Two Sydney Roosters players are self-isolating for the mandatory 14-day period after coming into contact with Covid-19 cases.
Fletcher Baker and Brad Abbey each attended separate locations deemed Covid-19 hot spots and have been advised by NSW Health that they are considered close contacts.
The incident prompted the cancellation of Roosters’ training on Monady.
Baker and Abbey have both been tested for Covid-19.
Baker, who attended a supermarket which has been deemed a hotspot, has already returned a negative test. However, the 21-year-old must still self-isolate for the full 14-day period in accordance with NSW Health’s Covid-19 restrictions.
The apartment building in which Abbey lives has recorded a Covid-19 case and he is currently awaiting the results of his Covid-19 test.
Neither player is accused of breaching the NRL’s strict Level 4 Biosecurity Protocols, which mandate players stay home unless training, playing or completing an essential household task.
Abbey, who made his NRL debut with the Bulldogs in 2017, has yet to play first grade for the Roosters since joining the club on a train-and-trial deal this season.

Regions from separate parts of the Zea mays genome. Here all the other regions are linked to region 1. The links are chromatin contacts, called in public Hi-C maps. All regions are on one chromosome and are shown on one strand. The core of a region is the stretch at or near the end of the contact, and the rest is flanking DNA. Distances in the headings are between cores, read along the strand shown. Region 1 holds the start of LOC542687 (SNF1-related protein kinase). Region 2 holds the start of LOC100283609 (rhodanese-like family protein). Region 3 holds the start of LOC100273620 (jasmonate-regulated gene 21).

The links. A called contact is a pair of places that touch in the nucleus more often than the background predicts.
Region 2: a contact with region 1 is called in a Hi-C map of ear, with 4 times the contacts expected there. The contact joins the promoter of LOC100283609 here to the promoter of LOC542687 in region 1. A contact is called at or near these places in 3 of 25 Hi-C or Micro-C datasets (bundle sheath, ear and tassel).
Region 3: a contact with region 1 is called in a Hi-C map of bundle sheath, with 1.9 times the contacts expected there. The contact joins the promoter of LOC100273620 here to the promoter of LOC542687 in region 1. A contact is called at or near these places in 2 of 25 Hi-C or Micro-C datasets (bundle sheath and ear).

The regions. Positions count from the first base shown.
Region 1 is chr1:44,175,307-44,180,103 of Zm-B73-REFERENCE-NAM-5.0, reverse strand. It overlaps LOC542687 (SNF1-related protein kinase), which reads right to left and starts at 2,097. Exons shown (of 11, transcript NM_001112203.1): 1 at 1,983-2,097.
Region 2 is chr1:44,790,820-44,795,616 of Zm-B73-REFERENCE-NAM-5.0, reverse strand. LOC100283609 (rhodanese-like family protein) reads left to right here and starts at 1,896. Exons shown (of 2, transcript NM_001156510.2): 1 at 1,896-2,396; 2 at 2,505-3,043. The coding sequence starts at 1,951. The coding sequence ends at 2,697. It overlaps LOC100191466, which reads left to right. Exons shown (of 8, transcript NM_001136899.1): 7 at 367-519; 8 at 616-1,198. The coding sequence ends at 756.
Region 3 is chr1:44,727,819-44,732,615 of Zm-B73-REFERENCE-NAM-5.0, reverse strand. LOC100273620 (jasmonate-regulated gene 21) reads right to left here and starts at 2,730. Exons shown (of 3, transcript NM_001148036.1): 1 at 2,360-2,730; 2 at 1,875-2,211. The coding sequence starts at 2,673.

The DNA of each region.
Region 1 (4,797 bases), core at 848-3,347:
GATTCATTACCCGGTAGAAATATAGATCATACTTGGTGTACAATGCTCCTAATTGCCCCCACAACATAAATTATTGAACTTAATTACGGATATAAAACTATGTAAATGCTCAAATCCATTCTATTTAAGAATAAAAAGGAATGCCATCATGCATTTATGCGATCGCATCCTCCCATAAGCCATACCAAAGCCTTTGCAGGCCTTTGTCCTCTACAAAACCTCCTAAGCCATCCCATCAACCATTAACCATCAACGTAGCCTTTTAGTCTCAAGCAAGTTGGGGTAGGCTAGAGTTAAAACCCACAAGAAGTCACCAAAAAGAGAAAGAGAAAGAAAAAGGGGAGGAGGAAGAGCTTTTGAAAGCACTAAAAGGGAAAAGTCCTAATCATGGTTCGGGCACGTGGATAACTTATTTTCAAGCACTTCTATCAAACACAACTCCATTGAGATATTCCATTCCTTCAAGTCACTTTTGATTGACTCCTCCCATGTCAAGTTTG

Abbey previously played for the Bulldogs and Raiders. (AAP Image/SNPA, Adam Binns)Source:AAP
Baker has played eight games for the Roosters this year, including the club’s recent trouncing at the hands of Melbourne, but will miss this Saturday’s clash against the Bulldogs due to the self-isolation period.
The Roosters are set to resume training once Abbey returns a negative Covid-19 result, which the club hopes will be tomorrow.
The news of the pair’s Covid scare comes on the same day that the NRL handed down $305,000 in fines to 13 Dragons players who breached the league’s stay-at-home orders on July 3.
Eleven of the Dragons’ 17 that beat the Warriors in extra time on Friday attended a party at prop Paul Vaughan’s house the following day.
Vaughan’s $50,000 fine — the same penalty incurred by teammate Corey Norman — is the maximum financial sanction that can be handed down by the NRL to a player.
The league also alleges Dragons players withheld key information from the NRL integrity unit when asked about the breach over the weekend.
“The 13 players’ arrogance and ignorance to both the NRL biosecurity protocols and the state government’s public health order is upsetting and infuriating,” said Dragons CEO Ryan Webb in a statement.
“All 13 players have let the rest of their teammates, the entirety of our hard-working staff, their families, the wider community and most importantly our Red V members, partners and fans, down.”
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